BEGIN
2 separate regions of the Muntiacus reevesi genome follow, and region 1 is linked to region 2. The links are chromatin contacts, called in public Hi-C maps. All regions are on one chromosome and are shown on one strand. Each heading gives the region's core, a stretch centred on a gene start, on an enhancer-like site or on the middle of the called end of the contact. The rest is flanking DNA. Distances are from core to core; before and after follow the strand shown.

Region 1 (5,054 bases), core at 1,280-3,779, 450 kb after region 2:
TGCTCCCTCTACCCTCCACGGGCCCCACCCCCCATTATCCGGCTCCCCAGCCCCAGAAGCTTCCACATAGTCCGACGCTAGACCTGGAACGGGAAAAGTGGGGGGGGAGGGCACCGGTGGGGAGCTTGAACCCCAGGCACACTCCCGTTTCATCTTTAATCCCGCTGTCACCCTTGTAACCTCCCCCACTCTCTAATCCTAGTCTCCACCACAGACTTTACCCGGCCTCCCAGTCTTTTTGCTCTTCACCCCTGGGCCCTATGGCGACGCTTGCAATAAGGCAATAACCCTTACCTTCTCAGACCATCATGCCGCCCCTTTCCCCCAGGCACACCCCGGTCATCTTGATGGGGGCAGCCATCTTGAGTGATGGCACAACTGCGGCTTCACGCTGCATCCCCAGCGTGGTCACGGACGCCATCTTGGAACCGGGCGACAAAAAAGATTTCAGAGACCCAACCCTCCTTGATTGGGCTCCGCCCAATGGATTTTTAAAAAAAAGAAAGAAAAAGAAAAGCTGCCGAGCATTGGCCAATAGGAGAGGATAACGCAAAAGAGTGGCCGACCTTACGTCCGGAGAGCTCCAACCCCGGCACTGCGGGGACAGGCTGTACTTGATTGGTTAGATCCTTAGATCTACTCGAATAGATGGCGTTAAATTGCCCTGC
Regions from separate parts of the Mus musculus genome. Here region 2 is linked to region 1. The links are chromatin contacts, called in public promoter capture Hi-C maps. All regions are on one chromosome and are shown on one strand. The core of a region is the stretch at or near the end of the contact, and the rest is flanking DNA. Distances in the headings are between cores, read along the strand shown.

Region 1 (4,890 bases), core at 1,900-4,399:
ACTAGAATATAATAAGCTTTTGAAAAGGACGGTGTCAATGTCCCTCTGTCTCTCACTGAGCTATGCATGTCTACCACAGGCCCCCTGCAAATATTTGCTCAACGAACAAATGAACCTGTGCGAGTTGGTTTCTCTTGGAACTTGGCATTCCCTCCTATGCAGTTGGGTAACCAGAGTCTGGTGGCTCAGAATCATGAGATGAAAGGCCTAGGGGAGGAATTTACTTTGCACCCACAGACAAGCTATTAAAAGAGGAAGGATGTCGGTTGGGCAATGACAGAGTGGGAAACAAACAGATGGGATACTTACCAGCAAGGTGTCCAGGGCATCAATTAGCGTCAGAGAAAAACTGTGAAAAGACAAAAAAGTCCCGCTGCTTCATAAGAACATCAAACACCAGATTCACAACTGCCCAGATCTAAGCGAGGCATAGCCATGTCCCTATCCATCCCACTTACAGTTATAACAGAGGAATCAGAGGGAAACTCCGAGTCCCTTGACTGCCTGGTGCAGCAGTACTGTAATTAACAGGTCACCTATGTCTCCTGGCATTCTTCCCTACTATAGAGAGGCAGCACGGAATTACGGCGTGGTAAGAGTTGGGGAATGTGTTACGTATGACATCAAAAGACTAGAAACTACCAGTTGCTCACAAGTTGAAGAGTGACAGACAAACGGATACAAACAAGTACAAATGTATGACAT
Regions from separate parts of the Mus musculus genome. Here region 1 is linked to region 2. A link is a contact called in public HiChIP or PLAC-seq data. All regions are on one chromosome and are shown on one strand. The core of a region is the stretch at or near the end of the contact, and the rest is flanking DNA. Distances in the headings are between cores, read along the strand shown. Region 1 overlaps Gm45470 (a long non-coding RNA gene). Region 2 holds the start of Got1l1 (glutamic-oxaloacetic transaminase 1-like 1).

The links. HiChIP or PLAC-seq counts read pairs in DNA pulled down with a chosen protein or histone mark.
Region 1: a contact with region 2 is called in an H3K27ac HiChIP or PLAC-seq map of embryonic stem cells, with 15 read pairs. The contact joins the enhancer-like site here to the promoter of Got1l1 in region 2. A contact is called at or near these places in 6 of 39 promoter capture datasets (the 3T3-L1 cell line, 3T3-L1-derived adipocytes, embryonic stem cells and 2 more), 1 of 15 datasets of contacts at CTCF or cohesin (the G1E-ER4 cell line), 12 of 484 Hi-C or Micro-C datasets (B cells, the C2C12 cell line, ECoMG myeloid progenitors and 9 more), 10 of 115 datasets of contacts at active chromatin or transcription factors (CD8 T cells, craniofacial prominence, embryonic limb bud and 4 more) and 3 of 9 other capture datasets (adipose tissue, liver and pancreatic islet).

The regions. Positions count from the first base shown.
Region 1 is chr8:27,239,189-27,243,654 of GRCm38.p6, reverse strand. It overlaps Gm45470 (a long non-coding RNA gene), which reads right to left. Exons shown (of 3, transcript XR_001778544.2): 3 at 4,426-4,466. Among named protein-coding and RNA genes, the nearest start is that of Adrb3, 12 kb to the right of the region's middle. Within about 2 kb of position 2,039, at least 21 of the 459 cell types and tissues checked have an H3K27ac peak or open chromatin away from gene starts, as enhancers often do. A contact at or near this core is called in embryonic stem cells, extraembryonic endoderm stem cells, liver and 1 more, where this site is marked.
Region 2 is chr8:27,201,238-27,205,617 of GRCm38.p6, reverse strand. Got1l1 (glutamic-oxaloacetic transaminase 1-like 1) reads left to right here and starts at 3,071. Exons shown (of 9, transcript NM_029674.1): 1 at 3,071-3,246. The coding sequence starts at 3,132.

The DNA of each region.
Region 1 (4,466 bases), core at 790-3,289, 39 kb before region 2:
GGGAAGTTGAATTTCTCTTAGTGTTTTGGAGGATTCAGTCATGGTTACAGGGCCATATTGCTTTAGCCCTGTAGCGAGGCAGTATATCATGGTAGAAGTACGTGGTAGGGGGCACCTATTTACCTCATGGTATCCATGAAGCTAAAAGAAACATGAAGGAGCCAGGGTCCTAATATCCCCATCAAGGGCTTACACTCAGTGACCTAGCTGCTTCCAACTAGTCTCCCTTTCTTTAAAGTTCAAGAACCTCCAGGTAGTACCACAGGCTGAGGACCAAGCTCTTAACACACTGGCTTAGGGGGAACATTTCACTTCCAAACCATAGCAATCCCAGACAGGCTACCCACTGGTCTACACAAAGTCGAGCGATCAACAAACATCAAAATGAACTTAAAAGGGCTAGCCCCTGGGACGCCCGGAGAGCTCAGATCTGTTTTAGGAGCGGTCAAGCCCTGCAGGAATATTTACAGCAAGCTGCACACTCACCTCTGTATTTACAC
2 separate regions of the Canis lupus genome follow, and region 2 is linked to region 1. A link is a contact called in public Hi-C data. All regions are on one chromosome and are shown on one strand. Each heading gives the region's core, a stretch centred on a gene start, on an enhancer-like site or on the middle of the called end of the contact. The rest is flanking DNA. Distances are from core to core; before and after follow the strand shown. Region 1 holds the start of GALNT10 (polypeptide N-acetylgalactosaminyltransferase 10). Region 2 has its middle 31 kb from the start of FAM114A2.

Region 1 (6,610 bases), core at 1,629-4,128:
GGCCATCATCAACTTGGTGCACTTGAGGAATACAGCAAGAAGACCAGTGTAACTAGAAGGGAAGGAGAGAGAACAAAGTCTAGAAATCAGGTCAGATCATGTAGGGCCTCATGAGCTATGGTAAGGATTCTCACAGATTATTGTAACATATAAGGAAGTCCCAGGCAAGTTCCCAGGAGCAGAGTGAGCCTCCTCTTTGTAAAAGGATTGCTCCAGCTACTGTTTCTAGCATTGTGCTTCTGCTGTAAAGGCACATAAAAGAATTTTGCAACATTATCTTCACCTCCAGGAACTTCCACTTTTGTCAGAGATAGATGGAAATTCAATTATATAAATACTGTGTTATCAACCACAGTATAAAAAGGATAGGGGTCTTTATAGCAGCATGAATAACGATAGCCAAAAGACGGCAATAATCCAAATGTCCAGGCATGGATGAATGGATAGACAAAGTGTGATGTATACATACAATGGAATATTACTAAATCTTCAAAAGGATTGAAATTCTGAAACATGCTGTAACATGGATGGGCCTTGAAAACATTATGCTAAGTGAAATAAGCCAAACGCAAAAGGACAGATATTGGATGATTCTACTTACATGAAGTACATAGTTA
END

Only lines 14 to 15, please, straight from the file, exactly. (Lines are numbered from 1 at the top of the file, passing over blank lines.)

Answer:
Region 1 (4,466 bases), core at 790-3,289, 39 kb before region 2:
GGGAAGTTGAATTTCTCTTAGTGTTTTGGAGGATTCAGTCATGGTTACAGGGCCATATTGCTTTAGCCCTGTAGCGAGGCAGTATATCATGGTAGAAGTACGTGGTAGGGGGCACCTATTTACCTCATGGTATCCATGAAGCTAAAAGAAACATGAAGGAGCCAGGGTCCTAATATCCCCATCAAGGGCTTACACTCAGTGACCTAGCTGCTTCCAACTAGTCTCCCTTTCTTTAAAGTTCAAGAACCTCCAGGTAGTACCACAGGCTGAGGACCAAGCTCTTAACACACTGGCTTAGGGGGAACATTTCACTTCCAAACCATAGCAATCCCAGACAGGCTACCCACTGGTCTACACAAAGTCGAGCGATCAACAAACATCAAAATGAACTTAAAAGGGCTAGCCCCTGGGACGCCCGGAGAGCTCAGATCTGTTTTAGGAGCGGTCAAGCCCTGCAGGAATATTTACAGCAAGCTGCACACTCACCTCTGTATTTACAC